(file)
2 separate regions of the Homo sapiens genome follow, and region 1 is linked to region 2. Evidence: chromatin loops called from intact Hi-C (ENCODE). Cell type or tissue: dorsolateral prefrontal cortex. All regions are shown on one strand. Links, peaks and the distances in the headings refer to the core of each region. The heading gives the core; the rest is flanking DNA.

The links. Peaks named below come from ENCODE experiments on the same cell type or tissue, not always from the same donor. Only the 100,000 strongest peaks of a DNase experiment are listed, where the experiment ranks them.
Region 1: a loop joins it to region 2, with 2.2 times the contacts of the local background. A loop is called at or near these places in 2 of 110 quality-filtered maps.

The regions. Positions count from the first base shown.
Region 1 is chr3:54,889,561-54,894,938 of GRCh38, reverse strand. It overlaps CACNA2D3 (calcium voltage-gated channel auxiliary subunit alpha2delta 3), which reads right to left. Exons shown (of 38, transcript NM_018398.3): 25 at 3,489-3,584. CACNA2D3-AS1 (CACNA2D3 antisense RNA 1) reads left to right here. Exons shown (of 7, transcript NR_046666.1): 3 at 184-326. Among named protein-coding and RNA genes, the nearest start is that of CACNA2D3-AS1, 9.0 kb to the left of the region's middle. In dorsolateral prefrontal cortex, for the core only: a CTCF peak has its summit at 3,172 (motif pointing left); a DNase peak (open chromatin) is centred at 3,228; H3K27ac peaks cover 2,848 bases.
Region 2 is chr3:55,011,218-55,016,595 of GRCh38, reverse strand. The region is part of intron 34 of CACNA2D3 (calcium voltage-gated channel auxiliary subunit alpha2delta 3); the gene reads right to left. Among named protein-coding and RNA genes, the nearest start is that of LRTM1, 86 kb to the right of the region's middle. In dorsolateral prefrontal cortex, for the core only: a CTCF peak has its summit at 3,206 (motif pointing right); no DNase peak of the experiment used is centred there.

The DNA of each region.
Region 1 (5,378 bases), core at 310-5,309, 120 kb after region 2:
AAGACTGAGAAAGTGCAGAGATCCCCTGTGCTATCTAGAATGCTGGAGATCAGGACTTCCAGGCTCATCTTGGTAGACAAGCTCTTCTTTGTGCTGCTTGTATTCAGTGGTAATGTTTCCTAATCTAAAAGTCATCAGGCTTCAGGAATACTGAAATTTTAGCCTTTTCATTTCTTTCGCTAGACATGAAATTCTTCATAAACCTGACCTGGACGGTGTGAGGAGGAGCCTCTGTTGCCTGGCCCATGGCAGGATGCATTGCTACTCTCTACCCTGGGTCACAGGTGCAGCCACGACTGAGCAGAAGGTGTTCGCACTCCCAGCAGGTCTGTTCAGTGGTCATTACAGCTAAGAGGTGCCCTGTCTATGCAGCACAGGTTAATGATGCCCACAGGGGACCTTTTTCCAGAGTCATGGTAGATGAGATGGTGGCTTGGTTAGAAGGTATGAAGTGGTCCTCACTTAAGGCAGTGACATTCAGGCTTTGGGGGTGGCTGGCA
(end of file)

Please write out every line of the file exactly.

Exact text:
2 separate regions of the Homo sapiens genome follow, and region 1 is linked to region 2. Evidence: chromatin loops called from intact Hi-C (ENCODE). Cell type or tissue: dorsolateral prefrontal cortex. All regions are shown on one strand. Links, peaks and the distances in the headings refer to the core of each region. The heading gives the core; the rest is flanking DNA.

The links. Peaks named below come from ENCODE experiments on the same cell type or tissue, not always from the same donor. Only the 100,000 strongest peaks of a DNase experiment are listed, where the experiment ranks them.
Region 1: a loop joins it to region 2, with 2.2 times the contacts of the local background. A loop is called at or near these places in 2 of 110 quality-filtered maps.

The regions. Positions count from the first base shown.
Region 1 is chr3:54,889,561-54,894,938 of GRCh38, reverse strand. It overlaps CACNA2D3 (calcium voltage-gated channel auxiliary subunit alpha2delta 3), which reads right to left. Exons shown (of 38, transcript NM_018398.3): 25 at 3,489-3,584. CACNA2D3-AS1 (CACNA2D3 antisense RNA 1) reads left to right here. Exons shown (of 7, transcript NR_046666.1): 3 at 184-326. Among named protein-coding and RNA genes, the nearest start is that of CACNA2D3-AS1, 9.0 kb to the left of the region's middle. In dorsolateral prefrontal cortex, for the core only: a CTCF peak has its summit at 3,172 (motif pointing left); a DNase peak (open chromatin) is centred at 3,228; H3K27ac peaks cover 2,848 bases.
Region 2 is chr3:55,011,218-55,016,595 of GRCh38, reverse strand. The region is part of intron 34 of CACNA2D3 (calcium voltage-gated channel auxiliary subunit alpha2delta 3); the gene reads right to left. Among named protein-coding and RNA genes, the nearest start is that of LRTM1, 86 kb to the right of the region's middle. In dorsolateral prefrontal cortex, for the core only: a CTCF peak has its summit at 3,206 (motif pointing right); no DNase peak of the experiment used is centred there.

The DNA of each region.
Region 1 (5,378 bases), core at 310-5,309, 120 kb after region 2:
AAGACTGAGAAAGTGCAGAGATCCCCTGTGCTATCTAGAATGCTGGAGATCAGGACTTCCAGGCTCATCTTGGTAGACAAGCTCTTCTTTGTGCTGCTTGTATTCAGTGGTAATGTTTCCTAATCTAAAAGTCATCAGGCTTCAGGAATACTGAAATTTTAGCCTTTTCATTTCTTTCGCTAGACATGAAATTCTTCATAAACCTGACCTGGACGGTGTGAGGAGGAGCCTCTGTTGCCTGGCCCATGGCAGGATGCATTGCTACTCTCTACCCTGGGTCACAGGTGCAGCCACGACTGAGCAGAAGGTGTTCGCACTCCCAGCAGGTCTGTTCAGTGGTCATTACAGCTAAGAGGTGCCCTGTCTATGCAGCACAGGTTAATGATGCCCACAGGGGACCTTTTTCCAGAGTCATGGTAGATGAGATGGTGGCTTGGTTAGAAGGTATGAAGTGGTCCTCACTTAAGGCAGTGACATTCAGGCTTTGGGGGTGGCTGGCA